The Bordetella vaccine is a preventative for Kennel Cough. Kennel Cough is a highly contagious respiratory infection that is easily passed amongst dogs and cats in kennels, boarding facilities, dog parks, day camps, and out in the neighborhood. In general, most boarding facilities will require your dog to have a Bordetella vaccine in order for you to board or leave your dog.
This is a contagious disease of the upper respiratory tract, which includes the trachea (windpipe) and bronchi (large air passages of the lungs). The most common sign of kennel cough is harsh, dry cough that is often followed by gagging and coughing up foamy mucus. The disease spreads rapidly from one dog to another through the air and direct contact. In severe cases, or when left untreated, the virus can turn into broncheophenmonia which could potentially lead to death; especially in young puppies.
Puppies should receive their first Bordetella vaccination when they are eight-weeks-old with a second vaccination at 13 weeks of age. After the first the year, it is recommended to administer a booster every 6 to 12 months; especially if they are in frequent contact with other dogs.
DHPP stands for Distemper, Hepatitis, Parvovirus and Parainfluenza because the vaccination is generally combined with a vaccine for canine parvovirus as well for parainfluenza, adenovirus 2 (Hepatitis). The two most significant components of the DHPP shot are the Parvovirus and the Distemper as both of these viruses usually lead to death, especially in puppies.
Parvovirus causes vomiting and bloody diarrhea and Distemper causes flu-like symptoms which lead to severe neurological issues such as seizures. Due to the fatal nature of these diseases, the distemper shot is considered an essential vaccine for dogs.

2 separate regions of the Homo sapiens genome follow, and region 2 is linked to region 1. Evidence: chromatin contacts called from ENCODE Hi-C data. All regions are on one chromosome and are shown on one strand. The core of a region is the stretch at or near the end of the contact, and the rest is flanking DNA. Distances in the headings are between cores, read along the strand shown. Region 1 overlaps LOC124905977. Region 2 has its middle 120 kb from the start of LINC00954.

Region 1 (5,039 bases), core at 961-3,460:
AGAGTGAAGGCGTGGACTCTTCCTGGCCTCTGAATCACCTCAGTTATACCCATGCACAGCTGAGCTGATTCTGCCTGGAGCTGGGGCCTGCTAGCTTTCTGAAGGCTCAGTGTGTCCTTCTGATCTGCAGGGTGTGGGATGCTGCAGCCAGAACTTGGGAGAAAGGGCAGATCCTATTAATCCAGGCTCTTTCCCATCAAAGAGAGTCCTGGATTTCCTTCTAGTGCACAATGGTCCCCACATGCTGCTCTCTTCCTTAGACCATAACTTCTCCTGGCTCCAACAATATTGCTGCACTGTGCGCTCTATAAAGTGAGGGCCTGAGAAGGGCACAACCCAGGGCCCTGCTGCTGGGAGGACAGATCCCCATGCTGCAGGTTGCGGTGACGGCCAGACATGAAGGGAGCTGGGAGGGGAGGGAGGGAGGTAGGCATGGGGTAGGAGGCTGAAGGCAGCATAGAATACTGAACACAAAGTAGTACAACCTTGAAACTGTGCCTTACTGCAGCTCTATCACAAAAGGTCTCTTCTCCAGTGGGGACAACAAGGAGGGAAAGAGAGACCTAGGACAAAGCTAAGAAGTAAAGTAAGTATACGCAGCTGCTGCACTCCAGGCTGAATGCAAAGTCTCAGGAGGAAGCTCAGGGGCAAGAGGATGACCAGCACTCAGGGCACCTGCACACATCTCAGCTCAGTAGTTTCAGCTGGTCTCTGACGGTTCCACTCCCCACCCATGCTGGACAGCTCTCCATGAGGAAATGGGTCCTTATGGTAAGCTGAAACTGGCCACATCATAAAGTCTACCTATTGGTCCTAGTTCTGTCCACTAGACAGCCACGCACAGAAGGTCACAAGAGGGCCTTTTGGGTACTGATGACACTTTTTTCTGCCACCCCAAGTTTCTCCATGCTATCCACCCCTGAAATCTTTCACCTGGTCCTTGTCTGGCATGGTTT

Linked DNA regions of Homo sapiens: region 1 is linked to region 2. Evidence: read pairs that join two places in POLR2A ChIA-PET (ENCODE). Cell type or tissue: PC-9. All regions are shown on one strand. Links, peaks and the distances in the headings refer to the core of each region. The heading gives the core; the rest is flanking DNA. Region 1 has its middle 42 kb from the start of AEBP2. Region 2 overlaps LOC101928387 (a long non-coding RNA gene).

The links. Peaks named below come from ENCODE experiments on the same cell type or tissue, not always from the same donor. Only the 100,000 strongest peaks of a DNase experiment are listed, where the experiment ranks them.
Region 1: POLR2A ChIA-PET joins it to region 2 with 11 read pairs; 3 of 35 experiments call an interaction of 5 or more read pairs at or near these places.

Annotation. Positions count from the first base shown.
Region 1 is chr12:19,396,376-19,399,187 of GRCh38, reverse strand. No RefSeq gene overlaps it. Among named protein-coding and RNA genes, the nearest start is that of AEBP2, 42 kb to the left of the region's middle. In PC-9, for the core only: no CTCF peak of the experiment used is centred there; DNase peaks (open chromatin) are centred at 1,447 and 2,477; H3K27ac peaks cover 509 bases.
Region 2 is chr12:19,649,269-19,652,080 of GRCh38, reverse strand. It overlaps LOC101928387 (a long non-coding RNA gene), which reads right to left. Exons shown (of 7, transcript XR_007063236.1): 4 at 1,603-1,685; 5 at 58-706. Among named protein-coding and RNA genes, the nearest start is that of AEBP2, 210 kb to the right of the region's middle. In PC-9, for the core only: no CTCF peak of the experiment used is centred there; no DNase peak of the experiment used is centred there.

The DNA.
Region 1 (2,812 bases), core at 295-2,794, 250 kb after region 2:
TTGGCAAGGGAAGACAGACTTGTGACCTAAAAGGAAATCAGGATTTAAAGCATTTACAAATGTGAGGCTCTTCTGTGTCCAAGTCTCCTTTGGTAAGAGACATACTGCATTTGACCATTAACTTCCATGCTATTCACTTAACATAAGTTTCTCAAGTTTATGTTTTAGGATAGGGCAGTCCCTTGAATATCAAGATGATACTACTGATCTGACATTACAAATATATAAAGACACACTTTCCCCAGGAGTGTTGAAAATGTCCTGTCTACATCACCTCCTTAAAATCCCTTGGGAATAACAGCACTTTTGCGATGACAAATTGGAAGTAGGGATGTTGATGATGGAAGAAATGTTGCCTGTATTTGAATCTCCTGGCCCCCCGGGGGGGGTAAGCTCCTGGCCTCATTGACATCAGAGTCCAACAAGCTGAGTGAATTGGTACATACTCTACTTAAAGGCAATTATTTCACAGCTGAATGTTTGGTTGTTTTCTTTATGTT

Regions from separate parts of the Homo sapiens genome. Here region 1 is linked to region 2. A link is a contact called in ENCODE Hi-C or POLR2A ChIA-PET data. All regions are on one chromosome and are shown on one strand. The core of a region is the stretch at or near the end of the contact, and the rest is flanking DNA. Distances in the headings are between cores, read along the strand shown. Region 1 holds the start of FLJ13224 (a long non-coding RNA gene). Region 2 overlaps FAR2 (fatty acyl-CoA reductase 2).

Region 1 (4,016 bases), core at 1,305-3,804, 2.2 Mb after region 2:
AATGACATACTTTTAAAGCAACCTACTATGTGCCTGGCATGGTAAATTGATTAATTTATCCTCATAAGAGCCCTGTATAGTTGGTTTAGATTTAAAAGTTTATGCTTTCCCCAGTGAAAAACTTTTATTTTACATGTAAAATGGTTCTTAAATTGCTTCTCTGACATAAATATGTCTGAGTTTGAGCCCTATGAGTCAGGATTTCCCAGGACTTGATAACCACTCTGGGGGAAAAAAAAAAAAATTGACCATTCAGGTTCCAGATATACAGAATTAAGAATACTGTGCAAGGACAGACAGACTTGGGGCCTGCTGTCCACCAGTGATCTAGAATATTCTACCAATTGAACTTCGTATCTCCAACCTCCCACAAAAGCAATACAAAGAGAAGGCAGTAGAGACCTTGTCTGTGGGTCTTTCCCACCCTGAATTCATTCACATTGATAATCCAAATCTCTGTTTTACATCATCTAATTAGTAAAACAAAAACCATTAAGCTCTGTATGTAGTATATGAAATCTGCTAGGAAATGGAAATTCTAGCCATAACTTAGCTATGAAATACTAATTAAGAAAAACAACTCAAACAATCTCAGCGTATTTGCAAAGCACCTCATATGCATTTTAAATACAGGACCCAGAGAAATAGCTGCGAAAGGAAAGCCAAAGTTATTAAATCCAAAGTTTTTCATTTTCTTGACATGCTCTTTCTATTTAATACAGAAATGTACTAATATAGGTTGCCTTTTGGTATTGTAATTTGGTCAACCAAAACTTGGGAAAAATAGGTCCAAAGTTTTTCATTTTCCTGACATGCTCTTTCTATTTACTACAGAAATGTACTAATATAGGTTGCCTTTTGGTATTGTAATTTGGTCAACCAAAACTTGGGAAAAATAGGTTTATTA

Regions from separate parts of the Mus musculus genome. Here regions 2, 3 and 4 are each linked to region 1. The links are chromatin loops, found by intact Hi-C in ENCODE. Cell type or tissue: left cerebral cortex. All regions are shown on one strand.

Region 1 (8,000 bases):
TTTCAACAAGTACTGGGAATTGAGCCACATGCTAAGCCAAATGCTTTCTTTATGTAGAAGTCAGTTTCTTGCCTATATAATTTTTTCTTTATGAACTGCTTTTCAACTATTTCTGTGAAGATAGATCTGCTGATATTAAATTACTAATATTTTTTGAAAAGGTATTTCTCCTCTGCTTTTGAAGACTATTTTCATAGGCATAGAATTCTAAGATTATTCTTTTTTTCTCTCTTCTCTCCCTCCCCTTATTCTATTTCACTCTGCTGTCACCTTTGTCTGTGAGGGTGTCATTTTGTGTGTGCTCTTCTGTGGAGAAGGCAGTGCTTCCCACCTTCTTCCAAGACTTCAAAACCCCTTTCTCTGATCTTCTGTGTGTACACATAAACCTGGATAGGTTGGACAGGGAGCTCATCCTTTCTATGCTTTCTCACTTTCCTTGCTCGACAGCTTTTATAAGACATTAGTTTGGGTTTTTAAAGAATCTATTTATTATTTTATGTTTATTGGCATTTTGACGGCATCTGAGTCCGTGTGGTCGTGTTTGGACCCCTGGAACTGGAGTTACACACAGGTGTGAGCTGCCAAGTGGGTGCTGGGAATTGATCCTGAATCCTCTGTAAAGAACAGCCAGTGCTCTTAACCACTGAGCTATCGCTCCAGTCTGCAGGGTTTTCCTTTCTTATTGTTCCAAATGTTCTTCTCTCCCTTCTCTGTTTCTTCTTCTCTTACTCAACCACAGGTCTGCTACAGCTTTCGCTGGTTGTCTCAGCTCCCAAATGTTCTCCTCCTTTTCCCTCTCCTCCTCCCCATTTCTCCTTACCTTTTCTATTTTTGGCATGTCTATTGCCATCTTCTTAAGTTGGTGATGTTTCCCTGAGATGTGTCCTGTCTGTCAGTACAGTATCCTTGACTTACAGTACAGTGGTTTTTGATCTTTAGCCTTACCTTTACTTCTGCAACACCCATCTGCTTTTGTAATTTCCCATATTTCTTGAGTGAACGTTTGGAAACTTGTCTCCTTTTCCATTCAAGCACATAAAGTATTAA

Puppies should begin their distemper vaccinations between age 6 to 8 weeks of age, and then every 2 to 4 weeks until they are 16 weeks old. The next vaccine is administered one year later. After the initial vaccinations, boosters are administered every 1 to 3 years, depending on their antibody levels and the policies of the supervising animal hospital.
Rabies is caused by an RNA virus transmitted through direct contact with infected mammals (primarily bite wounds). The Rabies virus attacks the brain and is most often fatal. If a dog is due for rabies or if this is the first vaccine, the animal is not considered fully immunized for 29 days.
The Rabies vaccine should be boostered within one year following the initial Rabies vaccination. Once this second Rabies vaccine has been administered, dogs should receive Rabies vaccines every three years unless regulations in the community demand otherwise.
The transmission of the Leptospirosis infection is usually acquired through contact with soil, food, water, bedding, and other fomites that have been contaminated with infected urine. The bacteria is most commonly found in soil that is moist and has a neutral pH, as well as in stagnant or slow-moving warm water. Water is most often contaminated from the urine of infected animals, as the bacteria may shed in the urine for months after an infection.
The infection spreads to a variety of tissues, including the kidneys, liver, spleen, pancreas, the central nervous system, genital tract, and eyes. The bacteria commonly localizes in the kidneys, causing impaired renal function. Acute nephritis (inflammation of the kidneys) develops and may progress to chronic renal failure.
Leptospirosis does occur in people and contaminated urine may be highly infectious. When treating ill animals and cleaning cages or utensils used on those animals, gloves should be worn. Goggles and protective facemasks are beneficial while washing and hosing contaminated areas. Absorbent bedding should be handled carefully with gloves and then discarded. Pet owners should be warned of the possible health hazards to humans and other animals from dogs that are actively infected, as well as from carrier animals.
Lyme disease is transmitted to dogs after a tick attaches, and begins to feed on the dog’s blood. If the tick is removed from the dog’s skin within the first 12 hours of feeding, the there is little risk of infection. However, after 12 hours, the risk of infection increases significantly, especially if the tic has been feeding for a prolonged period of time.
Lyme disease can cause an inflammatory condition of the joints, heart, central nervous system, and other tissues. Recurrent episodes can result in chronic disease and arthritis. The best form of Lyme disease prevention is through annual vaccinations. It is recommended to administer the Lyme vaccine prior to tick season.
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